The CBT Alumni Club also wants to help. The club has set up a special number for questions about pension money (860)788-5900 or you can reach the club on their website.
he club wants to help anyone who worked for CBT, or Bank of New England. The club is also willing to guide people from any Connecticut company who are trying to use the PBGC website.
Below are the full statements on the CBT pensions from the PBGC and the financial institutions involved:
New York Life
“New York Life is committed to meeting the promises we make, which includes paying pension obligations to more than 1,000 former employees of Bank of New England and Connecticut Bank and Trust. Any former employee who has questions about their payments may call New York Life at (800) 695-0462.” -Jason Weinzimer, VP & Head of External Communications
“Aetna has supported the “CBT/BNE” pension plan (Plan) for nearly 30 years. Through the Plan, Aetna currently manages the pensions of more than 1,200 people. At this point, we have fewer than 50 people in the Plan that have not started receiving their pension. The vast majority of this group of 50 people have not reached the age where we begin our outreach to members in the Plan (three months before their 65th birthday – the age at which they would be eligible for benefits). There are only 6 people who have attained the eligibility age but have not started their benefit, and we have made multiple attempts to reach out to these individuals. When a member reaches that age, we automatically send them a letter (including Aetna contact information) informing them of the benefits available to them. If we do not hear back, we make multiple additional attempts through various means to contact the individual. The Aetna team makes a concerted effort to reach members in the Plan who may be entitled to benefits. Even if our sustained outreach is not initially successful, the benefits remain available to the member. If at a later time we successfully make contact with a member or their family, we honor our commitment and provide them the benefits to which they are entitled. Over the years, we have also received many requests from CBT/BNE individuals who are not associated with the Aetna Plan. In these situations, we make every effort to direct them to several different resources to try to identify where their pension may be located.” -Ethan Slavin, Aetna Communications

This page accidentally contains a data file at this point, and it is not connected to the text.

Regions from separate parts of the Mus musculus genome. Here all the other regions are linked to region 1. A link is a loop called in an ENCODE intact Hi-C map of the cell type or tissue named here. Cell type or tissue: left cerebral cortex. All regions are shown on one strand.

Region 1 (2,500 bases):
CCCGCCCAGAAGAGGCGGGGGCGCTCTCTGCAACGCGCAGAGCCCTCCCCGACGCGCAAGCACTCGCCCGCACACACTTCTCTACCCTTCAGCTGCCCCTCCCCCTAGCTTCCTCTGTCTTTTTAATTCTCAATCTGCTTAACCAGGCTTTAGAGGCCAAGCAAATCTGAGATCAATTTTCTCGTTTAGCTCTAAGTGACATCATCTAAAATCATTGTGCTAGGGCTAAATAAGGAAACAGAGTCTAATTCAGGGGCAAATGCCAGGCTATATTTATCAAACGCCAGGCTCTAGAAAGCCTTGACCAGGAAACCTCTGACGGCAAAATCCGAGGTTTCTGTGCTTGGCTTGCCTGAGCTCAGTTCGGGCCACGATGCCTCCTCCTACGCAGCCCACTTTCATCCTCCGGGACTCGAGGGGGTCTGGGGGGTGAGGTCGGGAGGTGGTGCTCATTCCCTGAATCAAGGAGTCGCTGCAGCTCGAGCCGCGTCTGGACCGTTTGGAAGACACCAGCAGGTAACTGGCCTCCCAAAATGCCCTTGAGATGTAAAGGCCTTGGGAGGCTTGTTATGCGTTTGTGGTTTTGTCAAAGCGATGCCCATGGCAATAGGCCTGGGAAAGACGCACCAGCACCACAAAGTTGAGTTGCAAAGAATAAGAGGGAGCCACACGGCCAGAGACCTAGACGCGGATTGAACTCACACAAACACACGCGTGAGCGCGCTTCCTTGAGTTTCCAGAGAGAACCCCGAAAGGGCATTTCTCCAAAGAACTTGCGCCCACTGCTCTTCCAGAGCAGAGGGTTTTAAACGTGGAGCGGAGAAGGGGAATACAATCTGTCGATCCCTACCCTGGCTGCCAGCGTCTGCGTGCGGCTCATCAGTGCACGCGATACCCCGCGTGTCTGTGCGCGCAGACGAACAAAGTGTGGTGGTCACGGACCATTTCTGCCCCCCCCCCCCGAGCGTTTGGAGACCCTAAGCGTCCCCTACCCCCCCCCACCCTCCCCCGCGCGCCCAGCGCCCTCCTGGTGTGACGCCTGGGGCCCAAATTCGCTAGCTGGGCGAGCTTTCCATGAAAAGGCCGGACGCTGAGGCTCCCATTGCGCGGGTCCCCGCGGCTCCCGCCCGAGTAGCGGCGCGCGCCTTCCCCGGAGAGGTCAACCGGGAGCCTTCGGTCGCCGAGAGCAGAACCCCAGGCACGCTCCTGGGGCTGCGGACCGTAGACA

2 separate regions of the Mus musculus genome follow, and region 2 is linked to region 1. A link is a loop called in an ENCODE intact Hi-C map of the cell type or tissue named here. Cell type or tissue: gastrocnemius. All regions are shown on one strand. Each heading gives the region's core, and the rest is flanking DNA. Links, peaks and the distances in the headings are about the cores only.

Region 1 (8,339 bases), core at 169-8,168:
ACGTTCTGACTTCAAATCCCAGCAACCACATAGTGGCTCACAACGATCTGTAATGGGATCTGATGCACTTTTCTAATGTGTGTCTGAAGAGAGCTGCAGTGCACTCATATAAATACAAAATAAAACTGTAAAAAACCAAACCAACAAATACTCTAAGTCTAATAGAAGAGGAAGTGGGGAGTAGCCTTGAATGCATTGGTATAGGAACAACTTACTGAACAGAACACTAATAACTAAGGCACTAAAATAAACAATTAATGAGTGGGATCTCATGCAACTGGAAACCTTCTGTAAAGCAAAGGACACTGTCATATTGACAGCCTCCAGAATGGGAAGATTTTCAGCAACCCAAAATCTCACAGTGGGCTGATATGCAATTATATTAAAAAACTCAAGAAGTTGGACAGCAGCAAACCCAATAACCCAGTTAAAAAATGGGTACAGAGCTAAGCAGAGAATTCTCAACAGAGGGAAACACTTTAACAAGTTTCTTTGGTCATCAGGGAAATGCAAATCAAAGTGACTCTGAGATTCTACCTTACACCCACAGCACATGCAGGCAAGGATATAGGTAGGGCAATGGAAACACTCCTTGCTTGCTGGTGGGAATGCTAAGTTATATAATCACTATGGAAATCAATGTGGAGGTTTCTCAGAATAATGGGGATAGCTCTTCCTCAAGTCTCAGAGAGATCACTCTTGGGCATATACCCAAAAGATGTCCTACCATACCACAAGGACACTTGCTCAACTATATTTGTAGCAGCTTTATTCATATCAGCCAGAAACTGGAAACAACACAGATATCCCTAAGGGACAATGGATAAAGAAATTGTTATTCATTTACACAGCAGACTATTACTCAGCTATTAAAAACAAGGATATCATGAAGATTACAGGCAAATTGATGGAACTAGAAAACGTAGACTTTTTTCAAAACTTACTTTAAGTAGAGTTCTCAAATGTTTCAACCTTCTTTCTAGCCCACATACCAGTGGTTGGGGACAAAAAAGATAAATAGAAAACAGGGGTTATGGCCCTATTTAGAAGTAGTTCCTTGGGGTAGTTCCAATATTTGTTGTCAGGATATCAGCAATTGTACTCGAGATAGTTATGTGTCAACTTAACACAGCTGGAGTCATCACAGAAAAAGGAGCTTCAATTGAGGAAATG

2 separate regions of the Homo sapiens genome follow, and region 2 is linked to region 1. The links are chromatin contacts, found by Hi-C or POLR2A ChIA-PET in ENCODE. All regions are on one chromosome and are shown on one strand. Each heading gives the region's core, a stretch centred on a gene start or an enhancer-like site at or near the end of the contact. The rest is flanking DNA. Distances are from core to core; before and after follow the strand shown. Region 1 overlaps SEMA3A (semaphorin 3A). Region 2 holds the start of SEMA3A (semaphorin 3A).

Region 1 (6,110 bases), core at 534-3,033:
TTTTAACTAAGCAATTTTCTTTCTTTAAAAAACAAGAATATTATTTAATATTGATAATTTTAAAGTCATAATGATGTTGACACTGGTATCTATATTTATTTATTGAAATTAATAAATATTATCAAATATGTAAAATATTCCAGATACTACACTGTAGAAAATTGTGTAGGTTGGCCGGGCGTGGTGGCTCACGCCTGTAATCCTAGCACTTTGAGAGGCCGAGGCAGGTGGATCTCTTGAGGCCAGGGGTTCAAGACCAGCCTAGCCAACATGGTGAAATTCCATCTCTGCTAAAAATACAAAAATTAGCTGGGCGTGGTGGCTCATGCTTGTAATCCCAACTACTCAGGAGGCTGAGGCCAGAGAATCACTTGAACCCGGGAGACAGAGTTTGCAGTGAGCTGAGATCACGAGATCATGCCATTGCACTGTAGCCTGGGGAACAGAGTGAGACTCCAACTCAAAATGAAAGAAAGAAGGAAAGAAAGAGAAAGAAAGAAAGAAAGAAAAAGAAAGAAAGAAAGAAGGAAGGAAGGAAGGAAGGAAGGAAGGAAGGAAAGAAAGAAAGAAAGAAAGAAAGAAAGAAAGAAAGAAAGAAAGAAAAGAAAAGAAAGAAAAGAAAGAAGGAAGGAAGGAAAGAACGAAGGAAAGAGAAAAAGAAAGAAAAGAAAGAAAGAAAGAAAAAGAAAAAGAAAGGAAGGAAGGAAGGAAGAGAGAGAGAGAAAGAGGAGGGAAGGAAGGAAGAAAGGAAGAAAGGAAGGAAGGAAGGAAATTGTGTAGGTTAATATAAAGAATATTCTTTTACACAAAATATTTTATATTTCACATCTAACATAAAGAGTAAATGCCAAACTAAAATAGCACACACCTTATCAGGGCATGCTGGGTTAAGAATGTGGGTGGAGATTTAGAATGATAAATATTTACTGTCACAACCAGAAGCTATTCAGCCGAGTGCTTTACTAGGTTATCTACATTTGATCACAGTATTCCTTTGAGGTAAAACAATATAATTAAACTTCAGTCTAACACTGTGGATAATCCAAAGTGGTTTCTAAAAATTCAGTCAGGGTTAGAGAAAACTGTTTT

“We send notifications to pensioners as they are nearing retirement to ensure they are taking their benefits in a timely manner. We comply with all regulations governing pension administration and all pensioners have access to their pension through our on line tools as well as our call center.” - Stephen Austin, Spokesman